A team of researchers who helped shape our understanding of the origin, evolution and nature of the cosmos is now $3 million richer.
Those folks worked on NASA's WMAP space mission, which was awarded the 2018 Breakthrough Prize in Fundamental Physics today (Dec. 3) during a ceremony in Palo Alto, California.
From 2001 to 2009, WMAP mapped the cosmic microwave background (CMB) — the light left over from the Big Bang — with unprecedented precision. This work allowed scientists to nail down the age of the universe (about 13.8 billion years), its rate of accelerating expansion (roughly 70 kilometers per second per megaparsec) and its basic composition (about 5 percent "normal" matter, 24 percent dark matter and 71 percent dark energy). [Dark Matter and Dark Energy: The Mystery Explained (Infographic)]
Astronomers had gotten pieces of this overall picture before, from a variety of different observations. But WMAP — which is short for Wilkinson Microwave Anisotropy Probe — allowed them to put everything together, said mission principal investigator Chuck Bennett, who's based at Johns Hopkins University in Maryland.
"I think the big impact of WMAP was to go from a kind of collection of miscellaneous facts and approximate numbers to a single theory or model that says, 'Here's exactly what's going on. Here are the numbers,'" Bennett told Space.com. "And everything agrees with them — all the different, diverse measurements."
Fellow WMAP team member David Spergel, an astrophysicist at Princeton University, voiced similar sentiments.
"I see the legacy as establishing the standard model and making cosmology quantitative," Spergel told Space.com. "There have been improvements in the measurements since WMAP, but I think we provided a very solid base that the field is building on."
Those improvements were provided largely by the European Space Agency's Planck spacecraft, which mapped the CMB from 2009 to 2013. Planck's data have reinforced and refined, rather than challenged, the WMAP results.
"It's impressive that these independent experiments get the same answer — that feels good," Spergel said. "And we get consistent measurements from the ground."
Bennett, Spergel and three other WMAP leaders — Gary Hinshaw of the University of British Columbia and Norman Jarosik and Lyman Page Jr. of Princeton — will get the largest slices of the $3 million award, Breakthrough Prize representatives said. The rest will be split among the other 22 members of the mission's experiment team.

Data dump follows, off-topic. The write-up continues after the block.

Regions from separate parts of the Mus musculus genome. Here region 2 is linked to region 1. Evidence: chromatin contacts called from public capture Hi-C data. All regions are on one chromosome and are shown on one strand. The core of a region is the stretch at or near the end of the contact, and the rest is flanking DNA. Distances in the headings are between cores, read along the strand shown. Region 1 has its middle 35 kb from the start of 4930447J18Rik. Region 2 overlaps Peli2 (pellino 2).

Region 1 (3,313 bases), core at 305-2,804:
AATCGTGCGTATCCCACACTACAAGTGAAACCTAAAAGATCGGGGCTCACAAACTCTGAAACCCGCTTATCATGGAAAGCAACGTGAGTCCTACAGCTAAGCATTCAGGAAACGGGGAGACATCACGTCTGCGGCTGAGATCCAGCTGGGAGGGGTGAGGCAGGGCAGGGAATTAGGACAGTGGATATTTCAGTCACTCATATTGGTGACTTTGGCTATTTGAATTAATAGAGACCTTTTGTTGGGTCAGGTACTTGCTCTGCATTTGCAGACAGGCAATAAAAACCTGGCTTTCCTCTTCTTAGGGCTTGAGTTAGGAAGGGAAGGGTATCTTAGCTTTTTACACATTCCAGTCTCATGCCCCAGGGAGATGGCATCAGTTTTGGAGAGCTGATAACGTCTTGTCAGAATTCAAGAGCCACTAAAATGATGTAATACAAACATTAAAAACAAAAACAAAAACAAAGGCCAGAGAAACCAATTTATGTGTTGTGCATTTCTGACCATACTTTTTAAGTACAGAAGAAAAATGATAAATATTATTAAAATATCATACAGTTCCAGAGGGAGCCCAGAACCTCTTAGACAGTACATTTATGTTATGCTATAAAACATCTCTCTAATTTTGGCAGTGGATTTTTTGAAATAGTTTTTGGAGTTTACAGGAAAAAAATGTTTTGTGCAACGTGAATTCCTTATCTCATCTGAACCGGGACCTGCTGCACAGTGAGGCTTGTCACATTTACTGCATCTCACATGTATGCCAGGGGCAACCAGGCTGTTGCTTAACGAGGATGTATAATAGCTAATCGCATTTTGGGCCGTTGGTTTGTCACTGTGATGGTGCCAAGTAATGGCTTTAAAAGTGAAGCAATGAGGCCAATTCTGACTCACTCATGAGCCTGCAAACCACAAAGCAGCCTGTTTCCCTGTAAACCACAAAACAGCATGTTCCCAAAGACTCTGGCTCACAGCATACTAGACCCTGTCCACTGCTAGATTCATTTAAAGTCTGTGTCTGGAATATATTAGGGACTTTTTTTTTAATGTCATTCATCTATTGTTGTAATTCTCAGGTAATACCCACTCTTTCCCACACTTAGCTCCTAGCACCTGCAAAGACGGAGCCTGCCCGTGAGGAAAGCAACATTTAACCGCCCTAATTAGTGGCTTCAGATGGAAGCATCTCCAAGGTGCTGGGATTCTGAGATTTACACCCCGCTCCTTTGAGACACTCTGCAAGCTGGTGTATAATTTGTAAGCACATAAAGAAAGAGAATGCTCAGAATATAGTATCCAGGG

This is not the first time WMAP has been recognized for its contributions to physics and cosmology. The mission team also won the prestigious Shaw Prize for Astronomy in 2010 and the Gruber Prize in Cosmology in 2012.
The Breakthrough Prize in science and math was founded in 2012 by Mark Zuckerberg and Priscilla Chan, Sergey Brin, Anne Wojcicki and Yuri and Julia Milner. Every year, it awards $3 million prizes in the fields of Fundamental Physics, Life Sciences and Mathematics — the largest individual monetary awards in science. (For comparison: Each 2017 Nobel Prize was worth 9 million Swedish kronor, or about $1.1 million at current exchange rates.)
The WMAP researchers were therefore not the only people to be recognized at today's ceremony, which was hosted by Morgan Freeman and featured appearances by actors Mila Kunis and Ashton Kutcher and hip-hop artist Wiz Khalifa, among other celebrities. Also announced were five $3 million prizes in the Life Sciences field and one $3 million award in the Mathematics field, as well as several smaller purses in other categories. You can read about all the winners here: https://breakthroughprize.org/News/41
The total value of the newly announced awards tops $22 million, Breakthrough Prize representatives said.
"The idea that science is important, science is something that shapes our understanding of the universe that we live in, and that this is recognized — hopefully it motivates schoolkids and generates public interest in support of science," Bennett said.
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Michael Wall is a Senior Space Writer with Space.com and joined the team in 2010. He primarily covers exoplanets, spaceflight and military space, but has been known to dabble in the space art beat. His book about the search for alien life, "Out There," was published on Nov. 13, 2018. Before becoming a science writer, Michael worked as a herpetologist and wildlife biologist. He has a Ph.D. in evolutionary biology from the University of Sydney, Australia, a bachelor's degree from the University of Arizona, and a graduate certificate in science writing from the University of California, Santa Cruz. To find out what his latest project is, you can follow Michael on Twitter.